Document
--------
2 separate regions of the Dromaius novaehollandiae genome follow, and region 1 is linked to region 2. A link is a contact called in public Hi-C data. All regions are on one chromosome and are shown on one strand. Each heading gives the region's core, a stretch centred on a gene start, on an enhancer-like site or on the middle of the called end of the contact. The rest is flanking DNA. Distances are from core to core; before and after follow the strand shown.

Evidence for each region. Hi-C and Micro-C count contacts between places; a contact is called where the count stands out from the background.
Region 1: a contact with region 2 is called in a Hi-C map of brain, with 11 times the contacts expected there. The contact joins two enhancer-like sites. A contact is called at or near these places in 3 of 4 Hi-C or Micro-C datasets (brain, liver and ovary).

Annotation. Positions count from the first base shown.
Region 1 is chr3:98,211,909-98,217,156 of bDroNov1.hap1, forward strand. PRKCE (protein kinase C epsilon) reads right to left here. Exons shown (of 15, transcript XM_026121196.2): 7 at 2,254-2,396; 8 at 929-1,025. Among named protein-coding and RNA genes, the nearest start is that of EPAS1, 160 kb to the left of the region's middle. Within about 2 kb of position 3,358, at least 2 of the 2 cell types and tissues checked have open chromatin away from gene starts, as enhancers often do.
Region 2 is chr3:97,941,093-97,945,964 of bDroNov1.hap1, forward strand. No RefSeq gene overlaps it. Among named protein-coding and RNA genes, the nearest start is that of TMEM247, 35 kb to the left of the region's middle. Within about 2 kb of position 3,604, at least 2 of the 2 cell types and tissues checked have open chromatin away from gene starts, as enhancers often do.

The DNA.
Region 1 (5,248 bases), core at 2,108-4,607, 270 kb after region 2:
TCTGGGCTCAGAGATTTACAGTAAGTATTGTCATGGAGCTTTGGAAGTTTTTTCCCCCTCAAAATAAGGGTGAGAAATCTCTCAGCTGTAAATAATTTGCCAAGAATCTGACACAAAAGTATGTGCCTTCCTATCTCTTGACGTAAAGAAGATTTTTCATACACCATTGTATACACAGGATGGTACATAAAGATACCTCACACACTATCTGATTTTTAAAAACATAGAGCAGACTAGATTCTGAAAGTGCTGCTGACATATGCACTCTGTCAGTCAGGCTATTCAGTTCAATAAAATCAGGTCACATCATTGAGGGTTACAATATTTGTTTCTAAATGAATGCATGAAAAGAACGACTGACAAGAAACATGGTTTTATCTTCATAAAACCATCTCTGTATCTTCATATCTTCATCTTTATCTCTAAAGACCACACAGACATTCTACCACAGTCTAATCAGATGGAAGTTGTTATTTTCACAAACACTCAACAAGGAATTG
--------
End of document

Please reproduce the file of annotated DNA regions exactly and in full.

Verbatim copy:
2 separate regions of the Dromaius novaehollandiae genome follow, and region 1 is linked to region 2. A link is a contact called in public Hi-C data. All regions are on one chromosome and are shown on one strand. Each heading gives the region's core, a stretch centred on a gene start, on an enhancer-like site or on the middle of the called end of the contact. The rest is flanking DNA. Distances are from core to core; before and after follow the strand shown.

Evidence for each region. Hi-C and Micro-C count contacts between places; a contact is called where the count stands out from the background.
Region 1: a contact with region 2 is called in a Hi-C map of brain, with 11 times the contacts expected there. The contact joins two enhancer-like sites. A contact is called at or near these places in 3 of 4 Hi-C or Micro-C datasets (brain, liver and ovary).

Annotation. Positions count from the first base shown.
Region 1 is chr3:98,211,909-98,217,156 of bDroNov1.hap1, forward strand. PRKCE (protein kinase C epsilon) reads right to left here. Exons shown (of 15, transcript XM_026121196.2): 7 at 2,254-2,396; 8 at 929-1,025. Among named protein-coding and RNA genes, the nearest start is that of EPAS1, 160 kb to the left of the region's middle. Within about 2 kb of position 3,358, at least 2 of the 2 cell types and tissues checked have open chromatin away from gene starts, as enhancers often do.
Region 2 is chr3:97,941,093-97,945,964 of bDroNov1.hap1, forward strand. No RefSeq gene overlaps it. Among named protein-coding and RNA genes, the nearest start is that of TMEM247, 35 kb to the left of the region's middle. Within about 2 kb of position 3,604, at least 2 of the 2 cell types and tissues checked have open chromatin away from gene starts, as enhancers often do.

The DNA.
Region 1 (5,248 bases), core at 2,108-4,607, 270 kb after region 2:
TCTGGGCTCAGAGATTTACAGTAAGTATTGTCATGGAGCTTTGGAAGTTTTTTCCCCCTCAAAATAAGGGTGAGAAATCTCTCAGCTGTAAATAATTTGCCAAGAATCTGACACAAAAGTATGTGCCTTCCTATCTCTTGACGTAAAGAAGATTTTTCATACACCATTGTATACACAGGATGGTACATAAAGATACCTCACACACTATCTGATTTTTAAAAACATAGAGCAGACTAGATTCTGAAAGTGCTGCTGACATATGCACTCTGTCAGTCAGGCTATTCAGTTCAATAAAATCAGGTCACATCATTGAGGGTTACAATATTTGTTTCTAAATGAATGCATGAAAAGAACGACTGACAAGAAACATGGTTTTATCTTCATAAAACCATCTCTGTATCTTCATATCTTCATCTTTATCTCTAAAGACCACACAGACATTCTACCACAGTCTAATCAGATGGAAGTTGTTATTTTCACAAACACTCAACAAGGAATTG